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Designing E-Textiles Together: Creating More Equitable Collaborative E-Textiles Projects for High School Classrooms

Sat, April 6, 2:15 to 3:45pm, Metro Toronto Convention Centre, Floor: 800 Level, Room 801A

Abstract

E-textiles provide accessible on-ramps to computing and STEM through three overlapping and interdependent domains—crafting, coding, and circuitry—that offer different pathways for student learning (Kafai et al., 2014; Searle, Litts, & Kafai, 2018). As a result, e-textiles design projects have been adopted for teaching computing and STEM in high school contexts including the Exploring Computer Science (ECS) curriculum (Goode & Margolis, 2011). With the expansive adoption of e-textiles in K-12, our team specifically examined how to design collaborative e-textiles projects for high school classrooms asking: What are the design tradeoffs of different collaborative learning arrangements in e-textiles?

We present findings from two workshops with the same high school students across two academic years (sophomore and junior) with a total of 24 participants (18 participated in both workshops).Students collaborated in teams of 4-5 in the first workshop, and in pairs in the second. We collected a range of qualitative data: reflective interviews, photographs of design artifacts, and fieldnotes. We completed an iterative analysis process primarily employing line-by-line coding using a combination of descriptive and in vivo methods and worked together to theme data (Saldaña, 2009) that highlight design tradeoffs of group versus pair learning arrangements.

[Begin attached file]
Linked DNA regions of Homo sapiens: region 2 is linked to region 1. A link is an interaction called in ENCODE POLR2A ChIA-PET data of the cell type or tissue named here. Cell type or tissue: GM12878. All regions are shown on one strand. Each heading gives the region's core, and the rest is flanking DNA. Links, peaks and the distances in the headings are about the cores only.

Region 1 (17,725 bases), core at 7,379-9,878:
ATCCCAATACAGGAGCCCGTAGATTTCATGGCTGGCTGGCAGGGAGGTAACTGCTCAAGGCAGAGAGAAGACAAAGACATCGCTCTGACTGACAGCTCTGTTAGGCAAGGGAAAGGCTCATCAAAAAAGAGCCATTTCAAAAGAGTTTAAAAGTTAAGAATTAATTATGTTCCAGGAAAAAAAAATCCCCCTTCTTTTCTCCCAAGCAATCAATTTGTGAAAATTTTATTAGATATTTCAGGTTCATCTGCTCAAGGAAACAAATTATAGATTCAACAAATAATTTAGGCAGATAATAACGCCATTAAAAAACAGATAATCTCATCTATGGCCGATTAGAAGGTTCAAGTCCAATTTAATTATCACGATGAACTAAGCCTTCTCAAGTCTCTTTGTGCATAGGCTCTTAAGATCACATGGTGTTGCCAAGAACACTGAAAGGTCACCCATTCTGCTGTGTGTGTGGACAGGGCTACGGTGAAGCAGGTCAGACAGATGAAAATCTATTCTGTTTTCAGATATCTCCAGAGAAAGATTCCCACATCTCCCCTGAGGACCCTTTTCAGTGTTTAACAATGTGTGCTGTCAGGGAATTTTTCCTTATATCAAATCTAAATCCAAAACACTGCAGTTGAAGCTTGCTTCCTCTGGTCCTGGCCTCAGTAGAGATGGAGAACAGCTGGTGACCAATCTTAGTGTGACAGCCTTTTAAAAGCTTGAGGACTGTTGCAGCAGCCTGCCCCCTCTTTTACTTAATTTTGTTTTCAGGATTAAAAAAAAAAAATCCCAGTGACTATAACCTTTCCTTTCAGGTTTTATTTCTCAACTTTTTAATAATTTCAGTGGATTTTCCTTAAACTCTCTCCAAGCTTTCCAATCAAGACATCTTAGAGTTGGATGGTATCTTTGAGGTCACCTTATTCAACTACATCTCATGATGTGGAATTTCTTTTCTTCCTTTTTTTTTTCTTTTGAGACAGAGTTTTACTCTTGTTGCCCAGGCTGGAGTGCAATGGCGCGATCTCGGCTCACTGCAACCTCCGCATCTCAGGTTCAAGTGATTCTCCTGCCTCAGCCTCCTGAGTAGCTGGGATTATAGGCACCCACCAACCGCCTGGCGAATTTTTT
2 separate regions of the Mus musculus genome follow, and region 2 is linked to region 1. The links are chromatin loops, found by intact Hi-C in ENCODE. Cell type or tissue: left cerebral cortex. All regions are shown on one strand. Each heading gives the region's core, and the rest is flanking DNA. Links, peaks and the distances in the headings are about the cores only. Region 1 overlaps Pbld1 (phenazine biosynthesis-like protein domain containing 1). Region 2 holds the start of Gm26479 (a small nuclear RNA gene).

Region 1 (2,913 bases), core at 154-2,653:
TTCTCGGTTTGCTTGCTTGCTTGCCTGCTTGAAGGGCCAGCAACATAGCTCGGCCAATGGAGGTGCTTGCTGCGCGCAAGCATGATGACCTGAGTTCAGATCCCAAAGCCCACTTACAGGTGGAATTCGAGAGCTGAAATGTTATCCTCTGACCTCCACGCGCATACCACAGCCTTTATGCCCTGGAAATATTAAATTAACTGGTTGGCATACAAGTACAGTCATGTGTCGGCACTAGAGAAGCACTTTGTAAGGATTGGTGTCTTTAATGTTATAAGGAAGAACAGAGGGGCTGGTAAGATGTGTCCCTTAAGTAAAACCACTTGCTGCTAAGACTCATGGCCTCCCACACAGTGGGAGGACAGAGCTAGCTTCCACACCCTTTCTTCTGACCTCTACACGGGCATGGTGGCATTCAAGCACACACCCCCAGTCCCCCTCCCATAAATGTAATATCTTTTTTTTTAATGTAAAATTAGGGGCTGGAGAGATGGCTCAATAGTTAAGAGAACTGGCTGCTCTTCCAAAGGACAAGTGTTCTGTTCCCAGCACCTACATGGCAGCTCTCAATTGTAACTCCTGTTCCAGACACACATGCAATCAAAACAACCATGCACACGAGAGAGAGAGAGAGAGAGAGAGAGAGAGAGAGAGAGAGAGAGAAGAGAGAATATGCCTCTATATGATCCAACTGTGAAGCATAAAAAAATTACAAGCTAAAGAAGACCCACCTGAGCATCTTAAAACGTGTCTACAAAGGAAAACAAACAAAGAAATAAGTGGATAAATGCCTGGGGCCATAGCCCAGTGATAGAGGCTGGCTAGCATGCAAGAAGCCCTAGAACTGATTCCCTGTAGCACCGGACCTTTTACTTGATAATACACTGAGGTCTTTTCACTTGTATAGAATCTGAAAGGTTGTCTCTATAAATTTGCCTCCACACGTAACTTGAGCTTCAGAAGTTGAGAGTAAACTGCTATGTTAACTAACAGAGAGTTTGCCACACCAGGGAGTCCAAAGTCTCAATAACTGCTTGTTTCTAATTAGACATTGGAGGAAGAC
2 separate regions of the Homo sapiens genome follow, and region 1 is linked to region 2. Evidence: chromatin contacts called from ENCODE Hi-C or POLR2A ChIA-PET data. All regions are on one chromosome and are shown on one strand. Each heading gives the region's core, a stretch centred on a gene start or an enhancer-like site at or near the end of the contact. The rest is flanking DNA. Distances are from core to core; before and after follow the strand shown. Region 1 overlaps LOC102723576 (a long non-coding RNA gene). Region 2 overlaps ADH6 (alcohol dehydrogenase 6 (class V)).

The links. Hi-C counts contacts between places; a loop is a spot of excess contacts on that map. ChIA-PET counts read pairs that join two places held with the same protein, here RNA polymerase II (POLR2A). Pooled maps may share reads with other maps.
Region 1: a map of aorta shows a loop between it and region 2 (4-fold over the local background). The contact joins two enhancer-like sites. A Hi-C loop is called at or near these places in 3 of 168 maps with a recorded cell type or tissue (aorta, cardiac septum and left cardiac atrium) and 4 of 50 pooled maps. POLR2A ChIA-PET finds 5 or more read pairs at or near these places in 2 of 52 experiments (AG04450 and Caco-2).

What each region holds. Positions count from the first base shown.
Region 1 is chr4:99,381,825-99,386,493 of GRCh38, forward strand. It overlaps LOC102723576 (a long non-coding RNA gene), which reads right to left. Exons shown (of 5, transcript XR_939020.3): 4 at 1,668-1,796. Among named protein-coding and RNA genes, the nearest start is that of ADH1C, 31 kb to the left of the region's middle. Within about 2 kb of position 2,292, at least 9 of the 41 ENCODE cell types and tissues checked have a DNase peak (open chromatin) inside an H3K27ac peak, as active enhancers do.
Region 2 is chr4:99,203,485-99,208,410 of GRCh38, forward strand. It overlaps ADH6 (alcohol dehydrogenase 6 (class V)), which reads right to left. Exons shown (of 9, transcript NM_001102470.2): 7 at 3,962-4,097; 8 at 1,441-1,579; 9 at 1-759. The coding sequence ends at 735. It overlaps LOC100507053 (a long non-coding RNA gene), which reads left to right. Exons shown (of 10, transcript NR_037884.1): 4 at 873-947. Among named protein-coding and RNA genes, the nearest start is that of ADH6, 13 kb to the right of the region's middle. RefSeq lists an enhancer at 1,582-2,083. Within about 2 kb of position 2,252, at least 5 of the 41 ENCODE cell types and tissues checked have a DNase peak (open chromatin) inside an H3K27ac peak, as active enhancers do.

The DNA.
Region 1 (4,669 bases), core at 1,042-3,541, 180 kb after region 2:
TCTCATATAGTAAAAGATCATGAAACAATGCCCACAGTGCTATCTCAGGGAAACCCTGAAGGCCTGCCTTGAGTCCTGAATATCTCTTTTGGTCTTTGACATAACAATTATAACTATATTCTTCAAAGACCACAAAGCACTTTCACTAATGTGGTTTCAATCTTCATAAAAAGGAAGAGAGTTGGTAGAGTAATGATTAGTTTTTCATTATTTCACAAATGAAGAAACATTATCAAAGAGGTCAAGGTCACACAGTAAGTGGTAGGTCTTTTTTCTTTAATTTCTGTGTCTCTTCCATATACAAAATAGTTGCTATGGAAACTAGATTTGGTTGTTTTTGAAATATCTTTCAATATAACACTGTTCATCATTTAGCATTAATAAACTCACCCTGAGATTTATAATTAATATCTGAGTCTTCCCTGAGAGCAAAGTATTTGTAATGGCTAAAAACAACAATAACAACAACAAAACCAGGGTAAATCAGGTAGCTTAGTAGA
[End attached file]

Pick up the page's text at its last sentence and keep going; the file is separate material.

Our findings provide evidence that a paired learning arrangement, inspired by pair programming (Denner, Werner, Campe, & Ortiz, 2014), yields more productive collaborative discourse and expertise exchange than team-based arrangements successful in robotics design activities (Baretto, 2012; Litts, Kafai, & Dieckmeyer, 2014; Litts, Lui, Widman, Walker, & Kafai, 2017a; Lui, Litts, Widman, Walker, & Kafai, 2016). As we further explored this phenomenon we also found that two phases of collaborative work greatly impact successful student projects: (1) circuit design, and (2) project construction (Litts, Kafai, & Dieckmeyer, 2015; Litts et al., 2017a; Lui et al., 2016). First, as part of the design process, students draw a circuit design, or blueprint of circuit connections, for their project that pairs refer to throughout their project construction. Due to the interdependencies across e-textiles domains, the circuit design inherently impacts the aesthetics (crafting) and function (coding) of e-textiles projects. Circuit design, therefore, requires an understanding of codeable circuitry, and demands a negotiation of design plans and expertise exchange between partners. Students reported that the circuit design phase was more collaborative and conversation as focused on aesthetic and functional circuit design decisions (e.g., where to put lights or a blink pattern for the lights) (Litts, Kafai, Lui, Widman, & Walker, 2017b). Second, students mediate project construction across physical (crafting) and digital (coding) modes. The multimodal nature of this phase results in a range of collaborative styles from equitably sharing tasks across modes to firmly dividing tasks between modes (Litts et al., 2017a; Lui et al., 2016). Students reported the project construction phase was more individualized and their interactions focused on clarifying the distribution of workload by explicitly assigning tasks across domains with their partner. Collectively, this work provides insights not only to understanding of collaborative e-textiles, but also collaborative learning arrangements in interdisciplinary, multimodal design spaces more generally.

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